A while back, I had tonsil cancer. I underwent two surgeries to extract cancer and over 25 radiation treatments. Fast-forward 11 years: everything in my life seemed perfect. One day while eating a sandwich, my tooth cracked out of nowhere. It felt like my whole jaw shattered—like a rock hitting a windshield. I went to the emergency room, and they told me I needed an oral surgeon.
My oral surgeon extracted the tooth. When she pulled it out, the bottom was black. I was shocked. After having cancer, I had become an oral hygiene fanatic. I couldn’t believe that tooth came from my mouth. Even though I had no pain, two other teeth had already cracked. My surgeon knew we had a bigger problem.
Three days later, my face stayed swollen like a softball. My oral surgeon suggested I circle back with my cancer team to make sure I had no cancer. I called my ENT, who had retired. He sent me to the hospital, and we ran a battery of tests. I got great news: no cancer. But I also got bad news: I received a diagnosis of osteoradionecrosis.
I had no idea what that was. I learned that it develops in 3–5% of cancer patients who get radiation. The radiation limits blood flow and oxygen to tissues—in my case, my left lower jaw. I asked what would be the appropriate next step, and my doctor referred me to a head and neck surgeon.
When I called her, the surgeon’s coordinator asked me to come in immediately. We did a nuclear bone test. My surgeon looked at the film for about 15 seconds. He said, “Joe, you don’t have any other options. You need surgery, and sooner rather than later.” He explained, “I’m going to extract your left jawbone, gums and teeth. Another team will take your left fibula and put it in place of your jaw. You’re going to be in surgery for 12 hours, and you’re going to be in the ICU for 10 days.”
My surgeon told me to get as strong as possible beforehand—he didn’t need to tell me twice. From my previous experience with cancer, I knew that this illness will beat you down if you’re not physically ready. From that day until the surgery, I focused on my fitness. I walked over 140 miles in a month. I did 100 push-ups at a clip. To strengthen the blood flow to my left fibula, I also decided to undergo twelve deep dives in a hyperbaric chamber.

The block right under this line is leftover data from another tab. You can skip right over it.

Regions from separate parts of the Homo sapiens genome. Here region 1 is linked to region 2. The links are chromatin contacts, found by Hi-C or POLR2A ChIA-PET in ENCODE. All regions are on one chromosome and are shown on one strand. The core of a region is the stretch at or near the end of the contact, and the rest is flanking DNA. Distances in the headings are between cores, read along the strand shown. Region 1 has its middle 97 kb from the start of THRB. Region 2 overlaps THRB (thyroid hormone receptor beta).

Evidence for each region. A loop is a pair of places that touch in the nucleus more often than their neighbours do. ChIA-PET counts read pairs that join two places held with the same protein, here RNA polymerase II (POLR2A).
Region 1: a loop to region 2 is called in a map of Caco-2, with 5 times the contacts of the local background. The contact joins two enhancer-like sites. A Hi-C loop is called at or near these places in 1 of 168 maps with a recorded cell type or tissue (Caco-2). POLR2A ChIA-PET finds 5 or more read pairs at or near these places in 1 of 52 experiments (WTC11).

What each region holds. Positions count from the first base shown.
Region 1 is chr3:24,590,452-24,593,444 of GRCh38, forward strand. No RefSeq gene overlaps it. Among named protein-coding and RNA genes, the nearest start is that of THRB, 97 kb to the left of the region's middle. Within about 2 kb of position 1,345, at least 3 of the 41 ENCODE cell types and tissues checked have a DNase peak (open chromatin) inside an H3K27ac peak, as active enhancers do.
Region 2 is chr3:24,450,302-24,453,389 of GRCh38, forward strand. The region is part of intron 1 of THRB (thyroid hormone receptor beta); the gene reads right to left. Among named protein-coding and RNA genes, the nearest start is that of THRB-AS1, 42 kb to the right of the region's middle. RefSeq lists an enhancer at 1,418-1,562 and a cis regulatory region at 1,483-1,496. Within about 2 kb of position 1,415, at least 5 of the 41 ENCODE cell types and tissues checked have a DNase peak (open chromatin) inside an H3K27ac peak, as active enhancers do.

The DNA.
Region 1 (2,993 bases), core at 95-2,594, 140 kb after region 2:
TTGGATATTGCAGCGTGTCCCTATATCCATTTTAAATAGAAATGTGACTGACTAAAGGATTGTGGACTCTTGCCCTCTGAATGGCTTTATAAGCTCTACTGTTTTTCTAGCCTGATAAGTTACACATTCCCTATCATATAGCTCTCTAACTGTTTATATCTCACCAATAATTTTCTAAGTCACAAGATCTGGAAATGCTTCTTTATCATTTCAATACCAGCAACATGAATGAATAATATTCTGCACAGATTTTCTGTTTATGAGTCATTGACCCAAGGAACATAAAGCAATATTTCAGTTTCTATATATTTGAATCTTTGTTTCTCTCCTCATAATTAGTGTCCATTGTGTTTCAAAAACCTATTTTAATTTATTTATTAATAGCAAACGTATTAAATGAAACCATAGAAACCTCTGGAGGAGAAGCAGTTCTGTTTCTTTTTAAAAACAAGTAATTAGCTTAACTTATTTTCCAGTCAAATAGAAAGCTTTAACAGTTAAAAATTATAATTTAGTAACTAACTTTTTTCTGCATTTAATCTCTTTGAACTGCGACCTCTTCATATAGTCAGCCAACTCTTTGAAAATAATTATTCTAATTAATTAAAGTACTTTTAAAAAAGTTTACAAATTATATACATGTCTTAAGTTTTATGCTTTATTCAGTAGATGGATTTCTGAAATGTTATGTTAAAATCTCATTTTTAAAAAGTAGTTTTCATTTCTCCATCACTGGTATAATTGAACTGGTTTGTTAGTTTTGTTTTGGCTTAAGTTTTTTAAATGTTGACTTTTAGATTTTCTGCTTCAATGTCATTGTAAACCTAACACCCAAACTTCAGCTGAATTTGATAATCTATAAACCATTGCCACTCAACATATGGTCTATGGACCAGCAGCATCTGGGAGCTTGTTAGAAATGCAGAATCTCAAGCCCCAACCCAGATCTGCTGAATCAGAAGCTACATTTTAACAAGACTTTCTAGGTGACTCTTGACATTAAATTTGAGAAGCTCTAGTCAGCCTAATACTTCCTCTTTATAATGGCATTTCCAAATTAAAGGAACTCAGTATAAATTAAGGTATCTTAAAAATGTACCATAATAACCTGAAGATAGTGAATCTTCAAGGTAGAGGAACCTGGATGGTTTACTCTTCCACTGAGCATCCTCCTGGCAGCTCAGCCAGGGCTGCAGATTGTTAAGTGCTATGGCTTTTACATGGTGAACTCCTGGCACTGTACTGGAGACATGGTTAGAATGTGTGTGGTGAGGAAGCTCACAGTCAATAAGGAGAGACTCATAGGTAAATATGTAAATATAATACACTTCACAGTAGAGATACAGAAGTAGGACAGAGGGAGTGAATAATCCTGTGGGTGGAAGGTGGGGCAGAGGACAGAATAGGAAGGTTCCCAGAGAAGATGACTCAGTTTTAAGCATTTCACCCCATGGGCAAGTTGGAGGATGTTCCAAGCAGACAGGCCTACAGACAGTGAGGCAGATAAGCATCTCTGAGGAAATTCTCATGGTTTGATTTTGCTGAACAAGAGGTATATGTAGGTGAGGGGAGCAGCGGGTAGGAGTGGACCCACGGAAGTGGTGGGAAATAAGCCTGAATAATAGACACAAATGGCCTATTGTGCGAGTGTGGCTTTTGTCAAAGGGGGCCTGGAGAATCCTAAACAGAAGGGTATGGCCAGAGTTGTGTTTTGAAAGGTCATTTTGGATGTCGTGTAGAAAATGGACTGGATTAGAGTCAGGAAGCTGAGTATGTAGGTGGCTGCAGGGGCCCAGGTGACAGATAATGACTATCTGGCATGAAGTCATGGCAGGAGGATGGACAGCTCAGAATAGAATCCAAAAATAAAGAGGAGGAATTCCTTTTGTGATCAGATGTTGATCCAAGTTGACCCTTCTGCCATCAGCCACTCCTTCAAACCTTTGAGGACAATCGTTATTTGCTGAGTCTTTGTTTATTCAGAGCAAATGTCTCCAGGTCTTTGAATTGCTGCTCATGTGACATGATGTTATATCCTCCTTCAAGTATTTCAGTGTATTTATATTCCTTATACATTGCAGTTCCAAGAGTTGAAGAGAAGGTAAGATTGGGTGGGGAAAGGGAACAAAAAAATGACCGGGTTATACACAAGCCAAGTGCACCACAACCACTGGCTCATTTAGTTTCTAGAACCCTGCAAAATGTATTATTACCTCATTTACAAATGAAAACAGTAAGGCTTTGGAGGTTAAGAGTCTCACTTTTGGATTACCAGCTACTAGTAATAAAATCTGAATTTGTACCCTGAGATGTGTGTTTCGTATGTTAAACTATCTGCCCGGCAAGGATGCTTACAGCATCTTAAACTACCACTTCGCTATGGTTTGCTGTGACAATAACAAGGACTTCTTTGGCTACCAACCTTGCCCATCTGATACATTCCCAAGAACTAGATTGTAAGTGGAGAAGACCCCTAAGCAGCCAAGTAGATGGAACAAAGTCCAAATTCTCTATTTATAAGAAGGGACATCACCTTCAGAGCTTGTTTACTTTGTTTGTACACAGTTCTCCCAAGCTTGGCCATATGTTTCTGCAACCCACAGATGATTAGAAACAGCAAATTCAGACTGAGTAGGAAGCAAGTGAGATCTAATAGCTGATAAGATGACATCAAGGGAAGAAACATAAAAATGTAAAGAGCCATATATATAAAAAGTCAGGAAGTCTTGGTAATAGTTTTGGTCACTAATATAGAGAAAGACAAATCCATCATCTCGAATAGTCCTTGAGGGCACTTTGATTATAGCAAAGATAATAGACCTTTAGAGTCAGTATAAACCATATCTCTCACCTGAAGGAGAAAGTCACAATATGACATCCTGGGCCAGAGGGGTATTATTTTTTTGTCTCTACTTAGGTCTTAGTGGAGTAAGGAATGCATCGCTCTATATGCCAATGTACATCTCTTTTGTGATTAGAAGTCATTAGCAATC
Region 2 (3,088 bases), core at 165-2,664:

The surgery took 12 hours. Because of COVID restrictions, my wife and three boys weren’t allowed in. I woke up alone in the ICU with my left leg, the donor site, suspended in the air. I had a tracheostomy and couldn’t speak. Needles stuck out of my hands. I was immobile. I broke down. I couldn’t believe I was in this mess again, because of cancer. But I took a deep breath and decided to fight.
The ICU nurses were the most gracious and loving people I’ve ever met in my entire life. I made it clear to them that I am not the type to sit in bed. I don’t care what the protocol is! My physical therapist introduced himself and said we would start the next day, but I insisted we begin immediately. I said by writing on my whiteboard, “You need to disconnect me. We are going for a walk right now.” He disconnected all my lines and shimmied me out of bed. I put a walker down. With my leg in a cast, I began walking less than 48 hours after my operation. The doctor told me he’d never seen someone push to recover so quickly. Seven days after my surgery, I went home to my loving wife.
A few months later, with the surgery behind me, I felt alright physically. But mentally, I felt myself going into a dark place, and I didn’t know why. I realized I needed to get sunlight and clear my head. The day after my second follow-up appointment, I drove to Florida and stayed for 22 days. I went for long walks, meditated, and self-reflected. I didn’t want to spend time looking in the rear-view mirror. I wanted to look forward and ask, what am I going to do now? I got away from the darkness, recharged, and found the right mindset. I did what I needed to do, just like before my surgery.
Cancer will test you mentally and physically at every stage of the journey. If you prepare your body and mind as much as possible, you can find a way through. Listen to your doctors—trust them. In my darkest moments, I chose to keep going, and that’s why I’m still here today.